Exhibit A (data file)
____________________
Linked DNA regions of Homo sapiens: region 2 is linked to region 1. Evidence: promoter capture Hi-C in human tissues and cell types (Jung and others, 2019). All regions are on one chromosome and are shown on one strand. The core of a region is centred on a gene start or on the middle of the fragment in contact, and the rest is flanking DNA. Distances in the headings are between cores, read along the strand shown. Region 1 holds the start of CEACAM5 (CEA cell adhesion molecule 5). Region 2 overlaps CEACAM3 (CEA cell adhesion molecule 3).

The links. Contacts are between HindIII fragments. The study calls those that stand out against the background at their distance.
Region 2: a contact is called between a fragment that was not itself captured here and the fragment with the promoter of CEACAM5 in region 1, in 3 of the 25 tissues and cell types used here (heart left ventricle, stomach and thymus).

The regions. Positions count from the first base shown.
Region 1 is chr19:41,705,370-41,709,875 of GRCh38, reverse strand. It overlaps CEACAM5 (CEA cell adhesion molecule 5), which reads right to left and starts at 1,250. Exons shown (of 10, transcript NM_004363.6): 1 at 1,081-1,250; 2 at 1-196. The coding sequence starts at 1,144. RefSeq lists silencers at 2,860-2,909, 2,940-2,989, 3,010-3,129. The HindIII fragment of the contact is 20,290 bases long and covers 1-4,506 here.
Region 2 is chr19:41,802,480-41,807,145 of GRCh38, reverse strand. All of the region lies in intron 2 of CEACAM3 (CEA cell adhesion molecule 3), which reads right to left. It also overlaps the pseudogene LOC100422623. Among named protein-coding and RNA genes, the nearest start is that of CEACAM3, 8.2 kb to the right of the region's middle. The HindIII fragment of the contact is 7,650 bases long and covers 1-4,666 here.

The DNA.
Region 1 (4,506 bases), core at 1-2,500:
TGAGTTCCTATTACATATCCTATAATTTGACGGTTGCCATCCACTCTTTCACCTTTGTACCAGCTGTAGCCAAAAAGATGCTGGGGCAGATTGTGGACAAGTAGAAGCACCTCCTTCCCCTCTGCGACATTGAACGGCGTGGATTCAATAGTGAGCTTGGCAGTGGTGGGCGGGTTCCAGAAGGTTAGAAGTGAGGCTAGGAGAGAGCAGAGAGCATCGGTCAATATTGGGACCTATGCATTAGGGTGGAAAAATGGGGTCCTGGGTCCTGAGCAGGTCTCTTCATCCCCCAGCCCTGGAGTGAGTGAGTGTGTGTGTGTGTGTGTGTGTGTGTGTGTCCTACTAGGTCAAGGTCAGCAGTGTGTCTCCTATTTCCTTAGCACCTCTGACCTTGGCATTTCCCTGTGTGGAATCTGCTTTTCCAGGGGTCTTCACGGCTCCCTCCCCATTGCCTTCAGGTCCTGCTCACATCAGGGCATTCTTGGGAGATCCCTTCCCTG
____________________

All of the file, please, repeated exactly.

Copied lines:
Linked DNA regions of Homo sapiens: region 2 is linked to region 1. Evidence: promoter capture Hi-C in human tissues and cell types (Jung and others, 2019). All regions are on one chromosome and are shown on one strand. The core of a region is centred on a gene start or on the middle of the fragment in contact, and the rest is flanking DNA. Distances in the headings are between cores, read along the strand shown. Region 1 holds the start of CEACAM5 (CEA cell adhesion molecule 5). Region 2 overlaps CEACAM3 (CEA cell adhesion molecule 3).

The links. Contacts are between HindIII fragments. The study calls those that stand out against the background at their distance.
Region 2: a contact is called between a fragment that was not itself captured here and the fragment with the promoter of CEACAM5 in region 1, in 3 of the 25 tissues and cell types used here (heart left ventricle, stomach and thymus).

The regions. Positions count from the first base shown.
Region 1 is chr19:41,705,370-41,709,875 of GRCh38, reverse strand. It overlaps CEACAM5 (CEA cell adhesion molecule 5), which reads right to left and starts at 1,250. Exons shown (of 10, transcript NM_004363.6): 1 at 1,081-1,250; 2 at 1-196. The coding sequence starts at 1,144. RefSeq lists silencers at 2,860-2,909, 2,940-2,989, 3,010-3,129. The HindIII fragment of the contact is 20,290 bases long and covers 1-4,506 here.
Region 2 is chr19:41,802,480-41,807,145 of GRCh38, reverse strand. All of the region lies in intron 2 of CEACAM3 (CEA cell adhesion molecule 3), which reads right to left. It also overlaps the pseudogene LOC100422623. Among named protein-coding and RNA genes, the nearest start is that of CEACAM3, 8.2 kb to the right of the region's middle. The HindIII fragment of the contact is 7,650 bases long and covers 1-4,666 here.

The DNA.
Region 1 (4,506 bases), core at 1-2,500:
TGAGTTCCTATTACATATCCTATAATTTGACGGTTGCCATCCACTCTTTCACCTTTGTACCAGCTGTAGCCAAAAAGATGCTGGGGCAGATTGTGGACAAGTAGAAGCACCTCCTTCCCCTCTGCGACATTGAACGGCGTGGATTCAATAGTGAGCTTGGCAGTGGTGGGCGGGTTCCAGAAGGTTAGAAGTGAGGCTAGGAGAGAGCAGAGAGCATCGGTCAATATTGGGACCTATGCATTAGGGTGGAAAAATGGGGTCCTGGGTCCTGAGCAGGTCTCTTCATCCCCCAGCCCTGGAGTGAGTGAGTGTGTGTGTGTGTGTGTGTGTGTGTGTGTCCTACTAGGTCAAGGTCAGCAGTGTGTCTCCTATTTCCTTAGCACCTCTGACCTTGGCATTTCCCTGTGTGGAATCTGCTTTTCCAGGGGTCTTCACGGCTCCCTCCCCATTGCCTTCAGGTCCTGCTCACATCAGGGCATTCTTGGGAGATCCCTTCCCTG